Compile time

In computer science, compile time refers to either the operations performed by a compiler, programming language requirements that must be met by source code for it to be successfully compiled, or properties of the program that can be reasoned about during compilation. Compile time refers to the time duration in which the programming code is converted to the machine code and usually occurs before runtime.


The operations performed at compile time usually include syntax analysis, various kinds of semantic analysis and code generation.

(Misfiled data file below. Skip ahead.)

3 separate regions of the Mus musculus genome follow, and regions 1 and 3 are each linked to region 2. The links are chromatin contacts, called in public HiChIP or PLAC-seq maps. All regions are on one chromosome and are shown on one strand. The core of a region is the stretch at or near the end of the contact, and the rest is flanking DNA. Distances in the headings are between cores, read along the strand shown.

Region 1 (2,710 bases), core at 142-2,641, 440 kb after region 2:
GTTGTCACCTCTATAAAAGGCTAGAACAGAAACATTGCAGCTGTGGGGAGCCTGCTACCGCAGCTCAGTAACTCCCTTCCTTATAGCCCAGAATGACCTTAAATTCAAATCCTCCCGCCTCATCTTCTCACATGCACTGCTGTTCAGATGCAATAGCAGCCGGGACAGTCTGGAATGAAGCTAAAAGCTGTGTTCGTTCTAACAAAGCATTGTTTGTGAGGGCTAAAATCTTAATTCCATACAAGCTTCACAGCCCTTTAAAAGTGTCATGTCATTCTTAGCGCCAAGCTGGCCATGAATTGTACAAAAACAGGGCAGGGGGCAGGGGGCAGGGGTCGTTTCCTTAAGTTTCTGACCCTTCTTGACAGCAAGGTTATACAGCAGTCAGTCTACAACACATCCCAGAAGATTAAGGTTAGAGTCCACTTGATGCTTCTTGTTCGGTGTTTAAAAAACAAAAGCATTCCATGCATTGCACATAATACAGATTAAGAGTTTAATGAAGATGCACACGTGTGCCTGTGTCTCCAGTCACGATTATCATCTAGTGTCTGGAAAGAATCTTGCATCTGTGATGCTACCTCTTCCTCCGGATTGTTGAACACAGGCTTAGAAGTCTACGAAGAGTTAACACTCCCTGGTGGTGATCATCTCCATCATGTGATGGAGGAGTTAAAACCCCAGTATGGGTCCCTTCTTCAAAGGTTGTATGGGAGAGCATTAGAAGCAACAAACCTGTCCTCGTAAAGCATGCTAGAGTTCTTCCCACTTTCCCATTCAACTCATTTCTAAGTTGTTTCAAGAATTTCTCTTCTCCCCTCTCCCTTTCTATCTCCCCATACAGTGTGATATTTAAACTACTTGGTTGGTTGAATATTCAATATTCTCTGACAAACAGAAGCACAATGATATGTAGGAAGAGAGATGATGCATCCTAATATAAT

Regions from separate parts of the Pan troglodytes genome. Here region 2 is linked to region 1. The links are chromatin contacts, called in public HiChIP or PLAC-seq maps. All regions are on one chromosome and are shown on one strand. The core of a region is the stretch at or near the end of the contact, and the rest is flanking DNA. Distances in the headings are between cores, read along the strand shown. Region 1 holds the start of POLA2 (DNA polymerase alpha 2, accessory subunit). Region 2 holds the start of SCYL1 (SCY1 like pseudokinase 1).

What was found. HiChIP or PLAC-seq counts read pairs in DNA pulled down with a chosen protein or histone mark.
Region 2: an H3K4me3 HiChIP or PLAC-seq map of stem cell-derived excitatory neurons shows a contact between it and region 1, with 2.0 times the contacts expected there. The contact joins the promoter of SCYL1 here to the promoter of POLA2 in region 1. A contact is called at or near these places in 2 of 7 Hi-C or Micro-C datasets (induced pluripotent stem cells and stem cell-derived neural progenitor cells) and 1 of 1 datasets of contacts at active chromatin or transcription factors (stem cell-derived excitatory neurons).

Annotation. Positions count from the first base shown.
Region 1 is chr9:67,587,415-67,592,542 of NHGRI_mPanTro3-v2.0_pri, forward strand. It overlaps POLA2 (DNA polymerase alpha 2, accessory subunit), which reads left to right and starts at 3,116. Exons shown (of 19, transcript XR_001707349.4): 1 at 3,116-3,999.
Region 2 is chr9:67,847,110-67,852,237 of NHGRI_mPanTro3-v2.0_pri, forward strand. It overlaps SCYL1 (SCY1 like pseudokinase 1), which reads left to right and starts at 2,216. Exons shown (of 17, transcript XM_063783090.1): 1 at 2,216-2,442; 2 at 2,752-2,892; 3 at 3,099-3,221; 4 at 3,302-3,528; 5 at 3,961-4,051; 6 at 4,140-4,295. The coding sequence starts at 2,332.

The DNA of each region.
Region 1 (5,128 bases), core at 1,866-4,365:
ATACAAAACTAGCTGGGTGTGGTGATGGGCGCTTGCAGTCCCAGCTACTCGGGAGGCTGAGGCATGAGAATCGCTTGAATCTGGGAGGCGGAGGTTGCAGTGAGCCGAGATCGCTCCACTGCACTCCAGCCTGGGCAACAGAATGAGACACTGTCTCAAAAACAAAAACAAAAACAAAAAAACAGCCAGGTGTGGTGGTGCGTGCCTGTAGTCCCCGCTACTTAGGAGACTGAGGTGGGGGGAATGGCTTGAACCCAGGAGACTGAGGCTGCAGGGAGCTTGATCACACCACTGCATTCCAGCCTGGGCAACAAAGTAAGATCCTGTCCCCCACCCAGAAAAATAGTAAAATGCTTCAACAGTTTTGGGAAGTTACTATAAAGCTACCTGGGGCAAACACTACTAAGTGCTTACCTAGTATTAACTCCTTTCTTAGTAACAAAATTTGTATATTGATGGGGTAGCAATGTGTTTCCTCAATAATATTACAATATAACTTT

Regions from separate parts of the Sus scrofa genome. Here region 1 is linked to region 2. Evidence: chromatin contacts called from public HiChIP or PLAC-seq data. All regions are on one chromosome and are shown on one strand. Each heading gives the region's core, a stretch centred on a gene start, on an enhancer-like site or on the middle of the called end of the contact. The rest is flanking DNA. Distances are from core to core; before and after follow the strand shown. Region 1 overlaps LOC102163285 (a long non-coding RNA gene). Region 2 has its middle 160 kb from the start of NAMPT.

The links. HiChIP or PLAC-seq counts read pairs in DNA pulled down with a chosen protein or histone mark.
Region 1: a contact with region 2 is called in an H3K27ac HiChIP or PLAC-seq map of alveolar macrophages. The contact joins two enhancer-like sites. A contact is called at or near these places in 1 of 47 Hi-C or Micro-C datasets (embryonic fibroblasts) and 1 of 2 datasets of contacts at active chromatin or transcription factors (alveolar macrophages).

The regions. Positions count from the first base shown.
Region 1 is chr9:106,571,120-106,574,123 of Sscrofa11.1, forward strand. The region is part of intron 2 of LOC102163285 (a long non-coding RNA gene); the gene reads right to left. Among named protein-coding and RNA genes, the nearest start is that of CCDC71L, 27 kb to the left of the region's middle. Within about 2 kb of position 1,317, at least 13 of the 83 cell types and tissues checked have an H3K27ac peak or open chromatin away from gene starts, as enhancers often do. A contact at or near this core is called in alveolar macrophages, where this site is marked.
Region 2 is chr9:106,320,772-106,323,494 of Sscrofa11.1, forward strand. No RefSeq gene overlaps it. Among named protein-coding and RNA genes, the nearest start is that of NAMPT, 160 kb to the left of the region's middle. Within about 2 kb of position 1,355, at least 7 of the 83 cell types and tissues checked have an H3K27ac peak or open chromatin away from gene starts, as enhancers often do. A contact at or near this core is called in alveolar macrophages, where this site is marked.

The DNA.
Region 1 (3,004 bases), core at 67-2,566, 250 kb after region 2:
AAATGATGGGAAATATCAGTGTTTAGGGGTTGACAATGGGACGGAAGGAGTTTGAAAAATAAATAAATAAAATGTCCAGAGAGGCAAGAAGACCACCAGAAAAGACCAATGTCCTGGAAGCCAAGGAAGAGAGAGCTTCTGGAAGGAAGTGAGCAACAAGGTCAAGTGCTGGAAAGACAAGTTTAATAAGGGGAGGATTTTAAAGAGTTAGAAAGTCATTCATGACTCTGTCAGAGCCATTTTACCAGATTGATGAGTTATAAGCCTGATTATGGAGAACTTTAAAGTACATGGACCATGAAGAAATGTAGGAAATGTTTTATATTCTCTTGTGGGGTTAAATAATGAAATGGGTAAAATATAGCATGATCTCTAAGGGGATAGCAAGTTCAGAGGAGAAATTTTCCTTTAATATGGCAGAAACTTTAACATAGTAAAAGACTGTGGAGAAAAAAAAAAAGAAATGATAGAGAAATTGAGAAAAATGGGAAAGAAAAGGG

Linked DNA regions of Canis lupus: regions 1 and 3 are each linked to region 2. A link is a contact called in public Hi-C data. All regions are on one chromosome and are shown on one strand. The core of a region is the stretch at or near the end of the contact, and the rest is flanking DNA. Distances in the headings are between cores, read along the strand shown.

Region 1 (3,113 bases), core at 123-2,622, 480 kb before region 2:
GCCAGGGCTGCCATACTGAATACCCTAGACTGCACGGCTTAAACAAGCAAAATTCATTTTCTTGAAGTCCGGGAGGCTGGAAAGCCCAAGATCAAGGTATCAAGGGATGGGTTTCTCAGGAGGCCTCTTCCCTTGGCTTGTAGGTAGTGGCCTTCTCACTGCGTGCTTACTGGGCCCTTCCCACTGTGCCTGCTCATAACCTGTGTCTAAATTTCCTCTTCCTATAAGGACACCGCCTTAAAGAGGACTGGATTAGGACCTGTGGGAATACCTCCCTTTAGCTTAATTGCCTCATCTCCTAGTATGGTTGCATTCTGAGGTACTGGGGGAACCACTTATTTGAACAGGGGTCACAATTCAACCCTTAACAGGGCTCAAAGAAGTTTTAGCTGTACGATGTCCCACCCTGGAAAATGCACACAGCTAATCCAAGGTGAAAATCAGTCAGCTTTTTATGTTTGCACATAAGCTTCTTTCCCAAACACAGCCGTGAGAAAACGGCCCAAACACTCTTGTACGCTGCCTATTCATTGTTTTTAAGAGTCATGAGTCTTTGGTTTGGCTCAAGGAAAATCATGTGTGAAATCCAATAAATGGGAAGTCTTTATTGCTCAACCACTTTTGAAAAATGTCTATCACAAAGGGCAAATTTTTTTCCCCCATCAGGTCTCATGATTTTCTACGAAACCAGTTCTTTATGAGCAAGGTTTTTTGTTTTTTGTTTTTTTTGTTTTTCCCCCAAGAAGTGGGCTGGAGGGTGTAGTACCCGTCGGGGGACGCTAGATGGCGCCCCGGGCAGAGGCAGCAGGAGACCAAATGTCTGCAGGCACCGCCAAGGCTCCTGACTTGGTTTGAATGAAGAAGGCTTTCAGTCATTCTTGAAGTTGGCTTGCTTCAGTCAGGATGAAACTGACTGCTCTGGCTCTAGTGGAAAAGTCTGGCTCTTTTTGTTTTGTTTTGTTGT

Programming language definitions usually specify compile time requirements that source code must meet to be successfully compiled. For example, languages may stipulate that the amount of storage required by types and variables can be deduced.
Properties of a program that can be reasoned about at compile time include range-checks , deadlock freedom in concurrent languages, or timings .
Compile time occurs before link time and runtime. In some programming languages it may be necessary for some compilation and linking to occur at runtime. There is a trade-off between compile-time and link-time in that many compile time operations can be deferred to link-time without incurring extra run-time.
"Compile time" can also refer to the amount of time required for compilation.